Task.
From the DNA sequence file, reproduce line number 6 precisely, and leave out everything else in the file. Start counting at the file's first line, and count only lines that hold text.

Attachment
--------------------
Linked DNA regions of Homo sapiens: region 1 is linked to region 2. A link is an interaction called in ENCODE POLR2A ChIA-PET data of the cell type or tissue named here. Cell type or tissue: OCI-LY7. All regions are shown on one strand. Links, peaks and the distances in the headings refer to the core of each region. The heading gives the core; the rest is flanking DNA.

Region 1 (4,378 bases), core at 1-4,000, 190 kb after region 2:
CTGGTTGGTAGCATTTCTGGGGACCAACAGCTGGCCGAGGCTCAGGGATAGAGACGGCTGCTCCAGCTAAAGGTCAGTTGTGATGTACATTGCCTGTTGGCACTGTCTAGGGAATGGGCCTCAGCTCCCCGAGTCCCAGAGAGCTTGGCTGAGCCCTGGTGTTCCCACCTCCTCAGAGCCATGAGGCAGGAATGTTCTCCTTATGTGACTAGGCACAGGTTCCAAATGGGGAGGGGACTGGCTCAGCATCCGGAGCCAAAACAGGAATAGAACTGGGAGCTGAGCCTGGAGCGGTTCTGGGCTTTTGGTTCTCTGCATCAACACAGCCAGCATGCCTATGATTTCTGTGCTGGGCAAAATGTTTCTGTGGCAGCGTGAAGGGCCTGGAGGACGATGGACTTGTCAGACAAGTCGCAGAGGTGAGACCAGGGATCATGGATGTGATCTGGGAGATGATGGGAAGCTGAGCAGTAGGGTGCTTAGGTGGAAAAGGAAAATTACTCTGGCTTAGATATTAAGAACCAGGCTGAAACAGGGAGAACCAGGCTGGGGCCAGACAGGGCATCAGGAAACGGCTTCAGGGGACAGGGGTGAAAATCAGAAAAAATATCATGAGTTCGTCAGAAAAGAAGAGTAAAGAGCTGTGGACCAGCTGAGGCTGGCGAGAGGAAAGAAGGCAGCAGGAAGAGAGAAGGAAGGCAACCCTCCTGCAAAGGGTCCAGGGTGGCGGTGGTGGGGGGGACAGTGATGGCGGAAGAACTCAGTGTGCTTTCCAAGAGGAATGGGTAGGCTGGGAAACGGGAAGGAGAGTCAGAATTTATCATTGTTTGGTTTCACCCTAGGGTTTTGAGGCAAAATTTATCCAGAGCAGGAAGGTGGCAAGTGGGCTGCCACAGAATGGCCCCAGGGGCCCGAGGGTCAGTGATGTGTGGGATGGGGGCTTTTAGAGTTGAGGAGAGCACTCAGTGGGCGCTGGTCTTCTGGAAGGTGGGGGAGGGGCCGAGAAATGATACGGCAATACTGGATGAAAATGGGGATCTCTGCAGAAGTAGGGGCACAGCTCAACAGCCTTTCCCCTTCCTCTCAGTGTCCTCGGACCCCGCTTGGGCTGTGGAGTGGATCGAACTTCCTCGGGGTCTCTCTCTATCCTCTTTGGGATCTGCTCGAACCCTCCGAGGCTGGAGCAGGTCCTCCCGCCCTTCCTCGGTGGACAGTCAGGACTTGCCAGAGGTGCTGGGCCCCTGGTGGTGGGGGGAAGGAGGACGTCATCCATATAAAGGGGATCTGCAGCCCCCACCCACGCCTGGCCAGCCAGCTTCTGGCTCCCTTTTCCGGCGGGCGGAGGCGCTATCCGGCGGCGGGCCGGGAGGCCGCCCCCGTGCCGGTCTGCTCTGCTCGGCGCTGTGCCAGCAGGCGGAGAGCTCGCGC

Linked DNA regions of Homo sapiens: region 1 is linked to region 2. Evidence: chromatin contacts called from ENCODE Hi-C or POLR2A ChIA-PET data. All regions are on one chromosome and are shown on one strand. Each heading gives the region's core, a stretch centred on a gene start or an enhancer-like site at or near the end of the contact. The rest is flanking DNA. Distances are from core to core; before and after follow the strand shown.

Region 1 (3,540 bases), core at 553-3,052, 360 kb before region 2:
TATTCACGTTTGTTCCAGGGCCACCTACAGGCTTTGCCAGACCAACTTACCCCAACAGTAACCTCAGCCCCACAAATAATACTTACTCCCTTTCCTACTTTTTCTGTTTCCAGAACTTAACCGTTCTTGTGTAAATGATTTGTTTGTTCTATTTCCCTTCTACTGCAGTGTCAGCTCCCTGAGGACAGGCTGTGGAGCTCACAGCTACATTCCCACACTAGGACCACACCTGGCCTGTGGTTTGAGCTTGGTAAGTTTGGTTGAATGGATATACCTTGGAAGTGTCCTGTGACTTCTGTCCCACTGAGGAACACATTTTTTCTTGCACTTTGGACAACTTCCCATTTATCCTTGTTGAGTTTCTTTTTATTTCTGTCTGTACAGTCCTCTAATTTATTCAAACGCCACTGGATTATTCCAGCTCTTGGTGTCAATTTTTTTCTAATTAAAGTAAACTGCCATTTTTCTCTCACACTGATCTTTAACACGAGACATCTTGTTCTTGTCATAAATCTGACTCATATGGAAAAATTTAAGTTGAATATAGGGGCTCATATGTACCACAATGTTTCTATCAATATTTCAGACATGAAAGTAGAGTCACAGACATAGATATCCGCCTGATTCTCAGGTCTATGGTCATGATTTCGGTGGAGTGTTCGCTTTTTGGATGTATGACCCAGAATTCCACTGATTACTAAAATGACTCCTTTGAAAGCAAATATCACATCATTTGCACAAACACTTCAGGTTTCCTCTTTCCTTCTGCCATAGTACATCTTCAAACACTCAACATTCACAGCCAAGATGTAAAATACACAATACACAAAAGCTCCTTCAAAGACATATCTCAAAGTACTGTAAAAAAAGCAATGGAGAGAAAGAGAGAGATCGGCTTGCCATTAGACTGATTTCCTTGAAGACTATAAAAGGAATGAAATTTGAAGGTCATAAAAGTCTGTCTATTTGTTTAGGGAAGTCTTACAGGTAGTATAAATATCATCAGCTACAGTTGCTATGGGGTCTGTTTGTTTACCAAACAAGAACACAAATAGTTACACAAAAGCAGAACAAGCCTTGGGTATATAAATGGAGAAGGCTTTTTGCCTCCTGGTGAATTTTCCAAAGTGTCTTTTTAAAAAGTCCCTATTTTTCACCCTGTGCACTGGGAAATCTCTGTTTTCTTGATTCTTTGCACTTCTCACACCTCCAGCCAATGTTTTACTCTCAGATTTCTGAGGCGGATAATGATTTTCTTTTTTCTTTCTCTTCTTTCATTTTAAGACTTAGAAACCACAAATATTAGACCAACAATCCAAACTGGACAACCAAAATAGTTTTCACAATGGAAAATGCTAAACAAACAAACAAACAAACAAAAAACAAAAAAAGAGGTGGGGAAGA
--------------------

TATTCACGTTTGTTCCAGGGCCACCTACAGGCTTTGCCAGACCAACTTACCCCAACAGTAACCTCAGCCCCACAAATAATACTTACTCCCTTTCCTACTTTTTCTGTTTCCAGAACTTAACCGTTCTTGTGTAAATGATTTGTTTGTTCTATTTCCCTTCTACTGCAGTGTCAGCTCCCTGAGGACAGGCTGTGGAGCTCACAGCTACATTCCCACACTAGGACCACACCTGGCCTGTGGTTTGAGCTTGGTAAGTTTGGTTGAATGGATATACCTTGGAAGTGTCCTGTGACTTCTGTCCCACTGAGGAACACATTTTTTCTTGCACTTTGGACAACTTCCCATTTATCCTTGTTGAGTTTCTTTTTATTTCTGTCTGTACAGTCCTCTAATTTATTCAAACGCCACTGGATTATTCCAGCTCTTGGTGTCAATTTTTTTCTAATTAAAGTAAACTGCCATTTTTCTCTCACACTGATCTTTAACACGAGACATCTTGTTCTTGTCATAAATCTGACTCATATGGAAAAATTTAAGTTGAATATAGGGGCTCATATGTACCACAATGTTTCTATCAATATTTCAGACATGAAAGTAGAGTCACAGACATAGATATCCGCCTGATTCTCAGGTCTATGGTCATGATTTCGGTGGAGTGTTCGCTTTTTGGATGTATGACCCAGAATTCCACTGATTACTAAAATGACTCCTTTGAAAGCAAATATCACATCATTTGCACAAACACTTCAGGTTTCCTCTTTCCTTCTGCCATAGTACATCTTCAAACACTCAACATTCACAGCCAAGATGTAAAATACACAATACACAAAAGCTCCTTCAAAGACATATCTCAAAGTACTGTAAAAAAAGCAATGGAGAGAAAGAGAGAGATCGGCTTGCCATTAGACTGATTTCCTTGAAGACTATAAAAGGAATGAAATTTGAAGGTCATAAAAGTCTGTCTATTTGTTTAGGGAAGTCTTACAGGTAGTATAAATATCATCAGCTACAGTTGCTATGGGGTCTGTTTGTTTACCAAACAAGAACACAAATAGTTACACAAAAGCAGAACAAGCCTTGGGTATATAAATGGAGAAGGCTTTTTGCCTCCTGGTGAATTTTCCAAAGTGTCTTTTTAAAAAGTCCCTATTTTTCACCCTGTGCACTGGGAAATCTCTGTTTTCTTGATTCTTTGCACTTCTCACACCTCCAGCCAATGTTTTACTCTCAGATTTCTGAGGCGGATAATGATTTTCTTTTTTCTTTCTCTTCTTTCATTTTAAGACTTAGAAACCACAAATATTAGACCAACAATCCAAACTGGACAACCAAAATAGTTTTCACAATGGAAAATGCTAAACAAACAAACAAACAAACAAAAAACAAAAAAAGAGGTGGGGAAGA